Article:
London’s High Court has ruled that Britain’s multibillion-pound arms sales to its ally Saudi Arabia is lawful.
The Campaign Against the Arms Trade (CAAT) had sought an order to block the export licences for British-made bombs, fighter jets and other munitions.
The campaigners argued they were being used by the Saudi-led Arab coalition in Yemen in violation of international humanitarian law.
But on Monday, the High Court said “the claimant’s claim for judicial review is dismissed”.
The court ruled that there had been extensive political and military engagement with Saudi Arabia regarding the conduct of operations in Yemen and the Saudis had “sought positively to address concerns about international humanitarian law”.
Some of the evidence in the case was presented in secret on national security grounds.
CAAT said it would appeal against the decision, calling the ruling “very disappointing”.
“If this verdict is upheld then it will be seen as a green light for government to continue arming and supporting brutal dictatorships and human rights abusers like Saudi Arabia that have shown a blatant disregard for international humanitarian law,” CAAT’s Andrew Smith said in a statement.
An annual report by UN experts who monitor sanctions and the conflict in Yemen, seen by Reuters news agency in January, said the Saudi-led coalition had carried out attacks in Yemen that “may amount to war crimes”, accusations that Riyadh has rejected.
CAAT had been seeking a judicial review over the government’s decision to allow arms exports to continue to Saudi Arabia, a major customer for British defence companies and an important British ally in countering “terrorism”.
Al Jazeera’s Paul Brennan, reporting from London, said the judges involved said “their job was not to look at the exports themselves, but … at the decision-making process”.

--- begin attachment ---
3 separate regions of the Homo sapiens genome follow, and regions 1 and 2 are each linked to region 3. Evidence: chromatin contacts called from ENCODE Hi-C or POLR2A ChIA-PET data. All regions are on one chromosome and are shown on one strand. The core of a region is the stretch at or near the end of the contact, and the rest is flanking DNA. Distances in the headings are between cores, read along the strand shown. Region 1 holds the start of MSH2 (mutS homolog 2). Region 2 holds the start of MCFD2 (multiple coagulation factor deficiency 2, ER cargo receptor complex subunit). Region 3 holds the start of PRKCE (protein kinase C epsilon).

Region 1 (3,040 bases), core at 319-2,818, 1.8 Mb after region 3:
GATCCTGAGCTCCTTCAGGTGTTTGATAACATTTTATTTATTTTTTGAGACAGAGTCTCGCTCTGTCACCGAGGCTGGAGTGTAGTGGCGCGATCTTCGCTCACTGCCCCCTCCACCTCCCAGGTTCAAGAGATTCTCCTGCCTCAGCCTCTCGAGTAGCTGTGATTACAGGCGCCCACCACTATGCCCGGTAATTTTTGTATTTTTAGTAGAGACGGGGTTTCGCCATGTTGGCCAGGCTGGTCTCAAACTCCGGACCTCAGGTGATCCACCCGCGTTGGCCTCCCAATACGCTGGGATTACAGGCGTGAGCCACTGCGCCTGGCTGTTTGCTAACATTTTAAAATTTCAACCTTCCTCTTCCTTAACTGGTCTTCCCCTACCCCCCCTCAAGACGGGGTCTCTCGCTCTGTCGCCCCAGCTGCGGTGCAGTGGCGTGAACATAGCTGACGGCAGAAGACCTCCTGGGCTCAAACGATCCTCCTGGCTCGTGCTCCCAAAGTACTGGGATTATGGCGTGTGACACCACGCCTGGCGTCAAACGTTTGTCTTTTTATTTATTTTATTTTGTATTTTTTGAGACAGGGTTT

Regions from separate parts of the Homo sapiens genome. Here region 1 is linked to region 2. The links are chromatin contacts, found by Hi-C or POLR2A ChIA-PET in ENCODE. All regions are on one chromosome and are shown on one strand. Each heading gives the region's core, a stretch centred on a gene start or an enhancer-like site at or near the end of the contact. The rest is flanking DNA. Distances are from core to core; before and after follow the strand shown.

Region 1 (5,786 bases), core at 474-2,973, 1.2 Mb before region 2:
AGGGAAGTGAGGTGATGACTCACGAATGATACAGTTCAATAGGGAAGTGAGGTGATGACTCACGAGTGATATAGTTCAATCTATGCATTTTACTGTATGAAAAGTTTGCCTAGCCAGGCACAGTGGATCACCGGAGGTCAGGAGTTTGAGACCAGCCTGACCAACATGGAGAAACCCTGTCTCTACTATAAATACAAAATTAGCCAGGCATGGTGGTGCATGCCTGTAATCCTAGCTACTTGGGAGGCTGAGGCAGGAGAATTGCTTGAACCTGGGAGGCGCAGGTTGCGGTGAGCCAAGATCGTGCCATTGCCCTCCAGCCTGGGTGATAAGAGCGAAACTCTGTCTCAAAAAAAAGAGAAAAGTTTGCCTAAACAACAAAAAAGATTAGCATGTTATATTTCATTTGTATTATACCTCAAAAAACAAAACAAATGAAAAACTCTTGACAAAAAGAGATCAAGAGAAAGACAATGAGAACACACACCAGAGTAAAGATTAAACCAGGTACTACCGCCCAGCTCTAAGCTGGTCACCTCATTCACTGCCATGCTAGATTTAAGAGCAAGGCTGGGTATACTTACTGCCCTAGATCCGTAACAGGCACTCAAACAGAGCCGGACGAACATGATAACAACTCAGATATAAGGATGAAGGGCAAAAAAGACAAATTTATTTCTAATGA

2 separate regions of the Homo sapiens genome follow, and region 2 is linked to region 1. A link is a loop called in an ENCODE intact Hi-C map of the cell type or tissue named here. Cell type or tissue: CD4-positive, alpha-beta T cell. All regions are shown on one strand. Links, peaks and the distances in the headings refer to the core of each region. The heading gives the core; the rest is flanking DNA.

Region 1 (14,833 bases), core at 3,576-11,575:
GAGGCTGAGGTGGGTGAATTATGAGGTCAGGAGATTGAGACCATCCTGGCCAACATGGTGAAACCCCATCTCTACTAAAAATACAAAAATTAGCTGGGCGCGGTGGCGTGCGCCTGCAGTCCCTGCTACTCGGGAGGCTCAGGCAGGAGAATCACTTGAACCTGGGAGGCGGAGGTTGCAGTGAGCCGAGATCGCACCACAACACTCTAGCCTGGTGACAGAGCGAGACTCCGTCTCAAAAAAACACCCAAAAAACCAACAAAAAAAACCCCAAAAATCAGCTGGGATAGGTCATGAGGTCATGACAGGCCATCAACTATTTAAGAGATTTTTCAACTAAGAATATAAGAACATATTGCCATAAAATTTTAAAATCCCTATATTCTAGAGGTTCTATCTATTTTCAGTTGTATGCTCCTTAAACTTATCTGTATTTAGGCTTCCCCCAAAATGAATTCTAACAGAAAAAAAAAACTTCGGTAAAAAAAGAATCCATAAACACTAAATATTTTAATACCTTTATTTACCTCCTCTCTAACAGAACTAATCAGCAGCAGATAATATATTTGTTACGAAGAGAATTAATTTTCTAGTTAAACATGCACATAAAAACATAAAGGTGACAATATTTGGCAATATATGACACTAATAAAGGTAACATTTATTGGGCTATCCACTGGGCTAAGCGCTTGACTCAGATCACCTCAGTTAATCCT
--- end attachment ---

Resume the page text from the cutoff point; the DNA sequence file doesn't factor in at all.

The court said that “Saudi Arabia has been, and remains, genuinely committed to compliance with International humanitarian law; and there was no ‘real risk’ that there might be ‘serious violations’ of International humanitarian law [in its various manifestations] such that UK arms sales to Saudi Arabia should be suspended or cancelled”.
Since then, the UK has licensed more than $4.2bn worth of arms exports to Saudi Arabia. In addition, the government has signed off another half a million dollars for armoured vehicles and tanks.
Two years of conflict have killed more than 10,000 people, wounded tens of thousands and displaced millions.
Amnesty International said the ruling was a “deadly blow” to Yemeni civilians.
“This is a deeply disappointing outcome which gives a green light to the UK authorities – and potentially Saudi Arabia’s other arms suppliers – to continue authorising arms transfers to the Kingdom despite the clear risk they will be used to commit violations,” James Lynch, Amnesty’s head of arms control and human rights, said in a statement.
George Graham of Save the Children said there was clear evidence that the Saudi-led coalition is “killing children in repeated violations of international humanitarian law.”
“This is not a point of contention – the evidence is overwhelming. It has been documented by UN reports, by aid groups on the ground and by credible human rights organisations,” Graham said. “We can be proud of the difference the UK is making in Yemen – British aid is keeping children alive,” he said.
“But at the same time, our weapons are helping to fuel a war that is killing children and destroying their schools and hospitals.”